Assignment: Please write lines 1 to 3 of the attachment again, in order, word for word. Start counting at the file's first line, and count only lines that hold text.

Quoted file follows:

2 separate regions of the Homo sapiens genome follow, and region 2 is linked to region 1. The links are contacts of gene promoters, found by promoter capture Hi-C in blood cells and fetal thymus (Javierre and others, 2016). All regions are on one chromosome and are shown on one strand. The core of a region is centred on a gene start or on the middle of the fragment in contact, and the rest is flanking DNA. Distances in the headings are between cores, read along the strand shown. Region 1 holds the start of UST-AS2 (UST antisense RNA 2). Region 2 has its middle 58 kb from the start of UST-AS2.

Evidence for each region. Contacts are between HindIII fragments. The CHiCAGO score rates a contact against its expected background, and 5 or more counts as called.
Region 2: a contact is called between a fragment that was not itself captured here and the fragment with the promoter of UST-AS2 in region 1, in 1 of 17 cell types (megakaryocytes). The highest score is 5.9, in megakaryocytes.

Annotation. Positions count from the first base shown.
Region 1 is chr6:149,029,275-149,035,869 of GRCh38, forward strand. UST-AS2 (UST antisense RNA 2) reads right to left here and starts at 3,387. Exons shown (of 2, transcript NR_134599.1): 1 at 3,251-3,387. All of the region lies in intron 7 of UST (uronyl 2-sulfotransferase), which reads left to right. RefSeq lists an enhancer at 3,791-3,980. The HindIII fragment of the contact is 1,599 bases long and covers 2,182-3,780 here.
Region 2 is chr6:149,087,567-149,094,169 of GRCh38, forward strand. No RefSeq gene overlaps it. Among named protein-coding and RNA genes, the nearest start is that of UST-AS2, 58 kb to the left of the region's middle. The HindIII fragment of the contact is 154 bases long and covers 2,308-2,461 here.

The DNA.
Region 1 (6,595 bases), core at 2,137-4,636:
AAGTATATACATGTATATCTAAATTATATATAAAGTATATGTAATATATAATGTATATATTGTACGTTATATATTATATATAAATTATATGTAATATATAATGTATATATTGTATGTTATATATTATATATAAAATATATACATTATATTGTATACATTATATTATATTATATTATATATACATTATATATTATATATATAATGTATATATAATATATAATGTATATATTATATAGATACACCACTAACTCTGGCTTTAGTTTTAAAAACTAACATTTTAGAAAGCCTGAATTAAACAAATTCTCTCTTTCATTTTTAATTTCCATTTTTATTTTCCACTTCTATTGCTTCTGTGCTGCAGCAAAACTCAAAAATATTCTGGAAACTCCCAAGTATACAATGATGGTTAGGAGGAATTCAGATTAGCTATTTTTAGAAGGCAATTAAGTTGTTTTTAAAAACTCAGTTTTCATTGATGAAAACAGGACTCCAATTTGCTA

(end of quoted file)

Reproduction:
2 separate regions of the Homo sapiens genome follow, and region 2 is linked to region 1. The links are contacts of gene promoters, found by promoter capture Hi-C in blood cells and fetal thymus (Javierre and others, 2016). All regions are on one chromosome and are shown on one strand. The core of a region is centred on a gene start or on the middle of the fragment in contact, and the rest is flanking DNA. Distances in the headings are between cores, read along the strand shown. Region 1 holds the start of UST-AS2 (UST antisense RNA 2). Region 2 has its middle 58 kb from the start of UST-AS2.

Evidence for each region. Contacts are between HindIII fragments. The CHiCAGO score rates a contact against its expected background, and 5 or more counts as called.
Region 2: a contact is called between a fragment that was not itself captured here and the fragment with the promoter of UST-AS2 in region 1, in 1 of 17 cell types (megakaryocytes). The highest score is 5.9, in megakaryocytes.